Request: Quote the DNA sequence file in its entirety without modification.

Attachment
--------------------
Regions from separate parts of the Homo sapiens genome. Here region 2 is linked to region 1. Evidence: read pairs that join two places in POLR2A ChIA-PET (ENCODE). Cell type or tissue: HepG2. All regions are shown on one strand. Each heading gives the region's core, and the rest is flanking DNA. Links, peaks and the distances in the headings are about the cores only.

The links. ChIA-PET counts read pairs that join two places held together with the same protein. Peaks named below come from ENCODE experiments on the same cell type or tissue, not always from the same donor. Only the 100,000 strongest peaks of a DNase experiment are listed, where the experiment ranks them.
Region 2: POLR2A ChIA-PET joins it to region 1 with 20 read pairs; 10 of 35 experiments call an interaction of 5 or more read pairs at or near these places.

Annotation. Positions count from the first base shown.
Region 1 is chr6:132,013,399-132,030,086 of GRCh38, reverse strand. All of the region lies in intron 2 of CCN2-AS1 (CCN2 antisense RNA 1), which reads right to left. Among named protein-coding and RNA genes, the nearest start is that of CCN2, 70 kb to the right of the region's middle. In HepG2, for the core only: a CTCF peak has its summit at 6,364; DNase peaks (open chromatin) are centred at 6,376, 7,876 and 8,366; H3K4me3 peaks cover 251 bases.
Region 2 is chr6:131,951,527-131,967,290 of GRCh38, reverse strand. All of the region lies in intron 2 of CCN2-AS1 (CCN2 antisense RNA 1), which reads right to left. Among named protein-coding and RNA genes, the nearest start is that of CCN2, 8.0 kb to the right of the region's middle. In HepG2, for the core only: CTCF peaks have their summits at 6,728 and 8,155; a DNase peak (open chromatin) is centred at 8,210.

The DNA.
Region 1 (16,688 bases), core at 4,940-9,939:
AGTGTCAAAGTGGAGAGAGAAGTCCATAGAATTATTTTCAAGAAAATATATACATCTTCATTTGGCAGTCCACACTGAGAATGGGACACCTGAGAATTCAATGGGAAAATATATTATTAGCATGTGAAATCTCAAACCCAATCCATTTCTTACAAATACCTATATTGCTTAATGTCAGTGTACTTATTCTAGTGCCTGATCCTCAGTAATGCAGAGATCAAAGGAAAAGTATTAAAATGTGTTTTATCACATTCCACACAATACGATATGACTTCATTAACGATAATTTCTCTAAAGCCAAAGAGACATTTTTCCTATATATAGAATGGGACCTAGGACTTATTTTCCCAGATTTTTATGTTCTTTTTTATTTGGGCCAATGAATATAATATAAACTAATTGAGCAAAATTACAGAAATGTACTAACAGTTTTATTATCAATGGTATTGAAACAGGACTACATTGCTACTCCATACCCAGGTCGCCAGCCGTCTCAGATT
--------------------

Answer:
Regions from separate parts of the Homo sapiens genome. Here region 2 is linked to region 1. Evidence: read pairs that join two places in POLR2A ChIA-PET (ENCODE). Cell type or tissue: HepG2. All regions are shown on one strand. Each heading gives the region's core, and the rest is flanking DNA. Links, peaks and the distances in the headings are about the cores only.

The links. ChIA-PET counts read pairs that join two places held together with the same protein. Peaks named below come from ENCODE experiments on the same cell type or tissue, not always from the same donor. Only the 100,000 strongest peaks of a DNase experiment are listed, where the experiment ranks them.
Region 2: POLR2A ChIA-PET joins it to region 1 with 20 read pairs; 10 of 35 experiments call an interaction of 5 or more read pairs at or near these places.

Annotation. Positions count from the first base shown.
Region 1 is chr6:132,013,399-132,030,086 of GRCh38, reverse strand. All of the region lies in intron 2 of CCN2-AS1 (CCN2 antisense RNA 1), which reads right to left. Among named protein-coding and RNA genes, the nearest start is that of CCN2, 70 kb to the right of the region's middle. In HepG2, for the core only: a CTCF peak has its summit at 6,364; DNase peaks (open chromatin) are centred at 6,376, 7,876 and 8,366; H3K4me3 peaks cover 251 bases.
Region 2 is chr6:131,951,527-131,967,290 of GRCh38, reverse strand. All of the region lies in intron 2 of CCN2-AS1 (CCN2 antisense RNA 1), which reads right to left. Among named protein-coding and RNA genes, the nearest start is that of CCN2, 8.0 kb to the right of the region's middle. In HepG2, for the core only: CTCF peaks have their summits at 6,728 and 8,155; a DNase peak (open chromatin) is centred at 8,210.

The DNA.
Region 1 (16,688 bases), core at 4,940-9,939:
AGTGTCAAAGTGGAGAGAGAAGTCCATAGAATTATTTTCAAGAAAATATATACATCTTCATTTGGCAGTCCACACTGAGAATGGGACACCTGAGAATTCAATGGGAAAATATATTATTAGCATGTGAAATCTCAAACCCAATCCATTTCTTACAAATACCTATATTGCTTAATGTCAGTGTACTTATTCTAGTGCCTGATCCTCAGTAATGCAGAGATCAAAGGAAAAGTATTAAAATGTGTTTTATCACATTCCACACAATACGATATGACTTCATTAACGATAATTTCTCTAAAGCCAAAGAGACATTTTTCCTATATATAGAATGGGACCTAGGACTTATTTTCCCAGATTTTTATGTTCTTTTTTATTTGGGCCAATGAATATAATATAAACTAATTGAGCAAAATTACAGAAATGTACTAACAGTTTTATTATCAATGGTATTGAAACAGGACTACATTGCTACTCCATACCCAGGTCGCCAGCCGTCTCAGATT